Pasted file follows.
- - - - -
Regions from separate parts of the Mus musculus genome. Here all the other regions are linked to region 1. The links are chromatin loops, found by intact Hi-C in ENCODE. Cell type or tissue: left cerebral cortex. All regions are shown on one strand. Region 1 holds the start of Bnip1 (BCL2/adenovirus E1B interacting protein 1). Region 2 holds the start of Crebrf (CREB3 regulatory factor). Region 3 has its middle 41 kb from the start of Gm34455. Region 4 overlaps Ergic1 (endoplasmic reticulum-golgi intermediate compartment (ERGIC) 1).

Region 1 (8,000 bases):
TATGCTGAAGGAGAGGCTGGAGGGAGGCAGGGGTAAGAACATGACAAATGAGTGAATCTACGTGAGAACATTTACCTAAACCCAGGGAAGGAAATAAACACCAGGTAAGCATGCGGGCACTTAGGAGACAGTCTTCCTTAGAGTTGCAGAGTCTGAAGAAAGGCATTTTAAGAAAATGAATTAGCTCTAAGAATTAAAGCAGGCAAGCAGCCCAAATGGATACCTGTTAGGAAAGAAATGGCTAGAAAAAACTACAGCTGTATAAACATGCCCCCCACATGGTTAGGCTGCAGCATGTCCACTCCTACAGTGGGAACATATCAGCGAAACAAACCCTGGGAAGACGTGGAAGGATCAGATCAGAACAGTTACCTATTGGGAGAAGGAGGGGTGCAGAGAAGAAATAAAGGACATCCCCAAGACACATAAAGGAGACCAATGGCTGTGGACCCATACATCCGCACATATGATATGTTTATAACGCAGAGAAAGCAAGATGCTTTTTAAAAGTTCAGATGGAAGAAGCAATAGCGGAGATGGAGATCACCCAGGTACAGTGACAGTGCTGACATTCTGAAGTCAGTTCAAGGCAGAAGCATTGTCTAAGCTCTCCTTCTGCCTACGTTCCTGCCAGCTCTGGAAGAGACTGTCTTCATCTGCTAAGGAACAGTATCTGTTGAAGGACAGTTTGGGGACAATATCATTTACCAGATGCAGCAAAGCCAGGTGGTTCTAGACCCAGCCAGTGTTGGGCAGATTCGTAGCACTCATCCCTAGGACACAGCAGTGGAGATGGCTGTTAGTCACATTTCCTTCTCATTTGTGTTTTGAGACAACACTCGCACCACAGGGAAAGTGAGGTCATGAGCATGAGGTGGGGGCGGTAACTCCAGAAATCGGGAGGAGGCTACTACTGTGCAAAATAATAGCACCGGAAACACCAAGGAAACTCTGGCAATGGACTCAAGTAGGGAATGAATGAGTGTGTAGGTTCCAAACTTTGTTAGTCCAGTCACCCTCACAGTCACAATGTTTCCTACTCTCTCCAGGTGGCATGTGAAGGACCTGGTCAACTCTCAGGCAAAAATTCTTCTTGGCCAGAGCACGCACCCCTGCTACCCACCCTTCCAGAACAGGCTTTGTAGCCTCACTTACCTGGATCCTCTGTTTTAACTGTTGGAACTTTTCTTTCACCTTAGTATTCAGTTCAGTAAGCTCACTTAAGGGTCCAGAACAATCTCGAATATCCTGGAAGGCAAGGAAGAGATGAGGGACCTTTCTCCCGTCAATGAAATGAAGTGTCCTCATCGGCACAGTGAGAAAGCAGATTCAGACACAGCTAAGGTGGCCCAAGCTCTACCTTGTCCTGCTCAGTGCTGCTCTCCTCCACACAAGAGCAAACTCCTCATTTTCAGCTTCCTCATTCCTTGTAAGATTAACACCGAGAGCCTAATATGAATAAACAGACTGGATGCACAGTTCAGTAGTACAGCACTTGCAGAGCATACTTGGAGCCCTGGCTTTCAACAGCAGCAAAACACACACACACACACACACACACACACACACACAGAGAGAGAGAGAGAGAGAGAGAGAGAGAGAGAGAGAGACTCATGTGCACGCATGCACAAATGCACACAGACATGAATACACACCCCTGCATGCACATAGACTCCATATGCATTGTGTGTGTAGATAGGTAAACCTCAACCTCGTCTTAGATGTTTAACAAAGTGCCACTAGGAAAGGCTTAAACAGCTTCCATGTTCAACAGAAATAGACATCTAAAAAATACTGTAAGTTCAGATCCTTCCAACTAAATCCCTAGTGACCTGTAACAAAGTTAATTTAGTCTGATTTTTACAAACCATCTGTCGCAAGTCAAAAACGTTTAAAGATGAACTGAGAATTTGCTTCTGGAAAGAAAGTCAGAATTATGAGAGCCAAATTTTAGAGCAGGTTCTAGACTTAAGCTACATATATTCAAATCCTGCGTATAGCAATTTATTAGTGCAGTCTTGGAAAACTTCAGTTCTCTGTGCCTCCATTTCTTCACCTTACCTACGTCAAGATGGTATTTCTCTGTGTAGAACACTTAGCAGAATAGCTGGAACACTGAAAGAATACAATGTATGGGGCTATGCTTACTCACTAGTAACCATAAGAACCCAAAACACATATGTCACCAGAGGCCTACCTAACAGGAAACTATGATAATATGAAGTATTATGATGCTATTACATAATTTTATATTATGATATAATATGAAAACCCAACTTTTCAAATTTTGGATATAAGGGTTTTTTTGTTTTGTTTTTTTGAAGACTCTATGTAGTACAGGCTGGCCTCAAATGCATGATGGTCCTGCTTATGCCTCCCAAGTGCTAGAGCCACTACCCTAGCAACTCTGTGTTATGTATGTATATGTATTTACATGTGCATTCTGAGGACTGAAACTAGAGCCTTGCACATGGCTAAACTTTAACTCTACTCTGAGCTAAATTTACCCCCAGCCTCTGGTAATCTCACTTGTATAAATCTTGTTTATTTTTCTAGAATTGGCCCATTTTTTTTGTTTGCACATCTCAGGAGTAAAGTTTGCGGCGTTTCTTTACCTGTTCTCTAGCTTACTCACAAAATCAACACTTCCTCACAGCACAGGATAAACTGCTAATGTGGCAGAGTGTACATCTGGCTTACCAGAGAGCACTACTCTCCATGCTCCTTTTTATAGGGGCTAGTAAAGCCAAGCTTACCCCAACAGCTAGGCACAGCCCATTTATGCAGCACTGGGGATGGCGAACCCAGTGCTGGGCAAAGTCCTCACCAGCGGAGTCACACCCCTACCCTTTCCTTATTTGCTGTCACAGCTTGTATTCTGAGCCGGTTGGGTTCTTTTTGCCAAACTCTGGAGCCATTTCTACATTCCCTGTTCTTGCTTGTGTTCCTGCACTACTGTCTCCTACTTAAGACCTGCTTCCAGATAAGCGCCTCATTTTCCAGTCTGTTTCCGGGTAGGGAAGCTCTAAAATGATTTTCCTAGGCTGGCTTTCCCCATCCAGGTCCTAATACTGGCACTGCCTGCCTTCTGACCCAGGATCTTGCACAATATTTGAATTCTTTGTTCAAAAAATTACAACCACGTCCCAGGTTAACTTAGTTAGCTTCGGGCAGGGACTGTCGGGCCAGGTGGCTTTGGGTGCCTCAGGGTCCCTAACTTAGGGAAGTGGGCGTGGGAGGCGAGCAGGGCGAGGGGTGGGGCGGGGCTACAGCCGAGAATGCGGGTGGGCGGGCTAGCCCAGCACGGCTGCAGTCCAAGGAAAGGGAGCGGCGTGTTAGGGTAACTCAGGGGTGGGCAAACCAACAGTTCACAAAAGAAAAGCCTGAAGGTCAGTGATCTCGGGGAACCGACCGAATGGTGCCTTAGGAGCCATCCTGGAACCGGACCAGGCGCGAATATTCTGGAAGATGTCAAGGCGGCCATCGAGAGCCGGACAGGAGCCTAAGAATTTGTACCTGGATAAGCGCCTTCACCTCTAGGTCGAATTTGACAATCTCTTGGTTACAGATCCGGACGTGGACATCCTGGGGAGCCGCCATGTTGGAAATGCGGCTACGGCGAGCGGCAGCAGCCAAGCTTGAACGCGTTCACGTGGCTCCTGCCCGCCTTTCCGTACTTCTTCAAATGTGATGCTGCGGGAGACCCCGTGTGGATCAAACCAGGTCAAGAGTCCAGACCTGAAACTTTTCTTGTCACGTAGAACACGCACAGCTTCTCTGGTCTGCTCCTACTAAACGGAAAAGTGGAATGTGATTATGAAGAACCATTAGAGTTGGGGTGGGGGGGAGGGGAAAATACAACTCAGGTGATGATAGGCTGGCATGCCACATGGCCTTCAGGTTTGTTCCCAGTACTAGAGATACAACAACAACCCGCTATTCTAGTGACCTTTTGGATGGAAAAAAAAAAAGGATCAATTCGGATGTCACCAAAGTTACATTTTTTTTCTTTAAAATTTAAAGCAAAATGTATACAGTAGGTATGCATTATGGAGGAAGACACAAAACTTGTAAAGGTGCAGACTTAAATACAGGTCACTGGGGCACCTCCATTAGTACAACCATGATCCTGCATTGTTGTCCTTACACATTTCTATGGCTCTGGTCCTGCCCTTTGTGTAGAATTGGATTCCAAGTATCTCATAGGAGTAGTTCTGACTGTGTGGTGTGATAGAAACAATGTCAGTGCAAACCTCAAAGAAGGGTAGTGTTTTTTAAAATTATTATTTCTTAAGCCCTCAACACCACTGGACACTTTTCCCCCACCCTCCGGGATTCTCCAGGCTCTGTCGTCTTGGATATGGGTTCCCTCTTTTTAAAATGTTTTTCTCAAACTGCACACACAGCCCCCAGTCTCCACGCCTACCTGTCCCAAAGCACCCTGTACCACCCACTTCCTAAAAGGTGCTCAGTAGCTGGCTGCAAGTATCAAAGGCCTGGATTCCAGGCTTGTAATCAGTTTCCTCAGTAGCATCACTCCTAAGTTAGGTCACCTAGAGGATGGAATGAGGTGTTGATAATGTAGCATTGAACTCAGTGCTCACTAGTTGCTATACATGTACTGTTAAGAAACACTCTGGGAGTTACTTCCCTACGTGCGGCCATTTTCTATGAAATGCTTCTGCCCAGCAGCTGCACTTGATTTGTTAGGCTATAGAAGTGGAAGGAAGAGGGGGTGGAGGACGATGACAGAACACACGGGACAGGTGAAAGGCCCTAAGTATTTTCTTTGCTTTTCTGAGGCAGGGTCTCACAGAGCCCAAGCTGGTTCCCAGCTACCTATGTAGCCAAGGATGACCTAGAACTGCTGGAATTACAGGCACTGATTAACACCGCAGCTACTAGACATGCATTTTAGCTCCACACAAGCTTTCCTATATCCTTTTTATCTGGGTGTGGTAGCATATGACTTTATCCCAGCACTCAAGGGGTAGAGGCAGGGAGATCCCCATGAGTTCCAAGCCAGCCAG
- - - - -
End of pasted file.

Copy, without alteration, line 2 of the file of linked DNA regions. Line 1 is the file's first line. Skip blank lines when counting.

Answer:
Region 1 (8,000 bases):